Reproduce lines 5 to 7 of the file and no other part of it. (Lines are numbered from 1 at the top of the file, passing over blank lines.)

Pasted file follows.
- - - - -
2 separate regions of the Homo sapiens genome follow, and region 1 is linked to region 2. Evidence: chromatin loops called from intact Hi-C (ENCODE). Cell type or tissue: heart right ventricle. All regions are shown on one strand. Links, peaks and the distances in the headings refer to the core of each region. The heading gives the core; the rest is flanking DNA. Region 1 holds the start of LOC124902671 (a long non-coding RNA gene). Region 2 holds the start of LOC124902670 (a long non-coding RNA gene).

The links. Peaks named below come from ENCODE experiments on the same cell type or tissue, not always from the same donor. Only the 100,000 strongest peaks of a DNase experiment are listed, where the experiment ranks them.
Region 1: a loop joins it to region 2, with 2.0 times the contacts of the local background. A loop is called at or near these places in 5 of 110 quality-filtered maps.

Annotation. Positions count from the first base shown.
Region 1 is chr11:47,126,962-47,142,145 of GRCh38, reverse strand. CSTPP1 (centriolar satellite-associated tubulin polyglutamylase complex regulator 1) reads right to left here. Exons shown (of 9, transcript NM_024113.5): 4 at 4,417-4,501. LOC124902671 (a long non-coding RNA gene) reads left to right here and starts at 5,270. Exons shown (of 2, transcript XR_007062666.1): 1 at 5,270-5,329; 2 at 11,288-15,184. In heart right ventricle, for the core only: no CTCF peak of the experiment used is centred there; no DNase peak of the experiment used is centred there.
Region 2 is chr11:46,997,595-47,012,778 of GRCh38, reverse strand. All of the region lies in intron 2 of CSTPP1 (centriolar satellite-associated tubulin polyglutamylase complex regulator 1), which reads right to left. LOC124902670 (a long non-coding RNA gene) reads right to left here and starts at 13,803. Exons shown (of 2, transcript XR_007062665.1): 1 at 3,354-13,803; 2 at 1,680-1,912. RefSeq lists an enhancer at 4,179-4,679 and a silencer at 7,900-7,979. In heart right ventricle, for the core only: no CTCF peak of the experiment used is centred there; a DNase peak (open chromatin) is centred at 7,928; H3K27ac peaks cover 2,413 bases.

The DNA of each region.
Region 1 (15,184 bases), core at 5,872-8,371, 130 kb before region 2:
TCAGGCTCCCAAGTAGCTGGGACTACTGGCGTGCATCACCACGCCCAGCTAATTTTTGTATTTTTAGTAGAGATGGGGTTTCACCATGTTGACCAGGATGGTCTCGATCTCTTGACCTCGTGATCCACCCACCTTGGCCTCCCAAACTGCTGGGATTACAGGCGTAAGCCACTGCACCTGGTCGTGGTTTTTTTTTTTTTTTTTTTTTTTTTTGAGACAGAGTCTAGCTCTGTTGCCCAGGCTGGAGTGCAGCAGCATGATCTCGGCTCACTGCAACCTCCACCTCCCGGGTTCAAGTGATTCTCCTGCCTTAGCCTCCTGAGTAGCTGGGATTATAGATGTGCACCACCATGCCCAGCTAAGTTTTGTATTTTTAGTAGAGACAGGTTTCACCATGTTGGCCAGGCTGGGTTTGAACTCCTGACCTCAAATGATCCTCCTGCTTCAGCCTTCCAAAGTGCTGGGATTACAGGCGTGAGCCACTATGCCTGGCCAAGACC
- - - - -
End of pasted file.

Region 1 is chr11:47,126,962-47,142,145 of GRCh38, reverse strand. CSTPP1 (centriolar satellite-associated tubulin polyglutamylase complex regulator 1) reads right to left here. Exons shown (of 9, transcript NM_024113.5): 4 at 4,417-4,501. LOC124902671 (a long non-coding RNA gene) reads left to right here and starts at 5,270. Exons shown (of 2, transcript XR_007062666.1): 1 at 5,270-5,329; 2 at 11,288-15,184. In heart right ventricle, for the core only: no CTCF peak of the experiment used is centred there; no DNase peak of the experiment used is centred there.
Region 2 is chr11:46,997,595-47,012,778 of GRCh38, reverse strand. All of the region lies in intron 2 of CSTPP1 (centriolar satellite-associated tubulin polyglutamylase complex regulator 1), which reads right to left. LOC124902670 (a long non-coding RNA gene) reads right to left here and starts at 13,803. Exons shown (of 2, transcript XR_007062665.1): 1 at 3,354-13,803; 2 at 1,680-1,912. RefSeq lists an enhancer at 4,179-4,679 and a silencer at 7,900-7,979. In heart right ventricle, for the core only: no CTCF peak of the experiment used is centred there; a DNase peak (open chromatin) is centred at 7,928; H3K27ac peaks cover 2,413 bases.

The DNA of each region.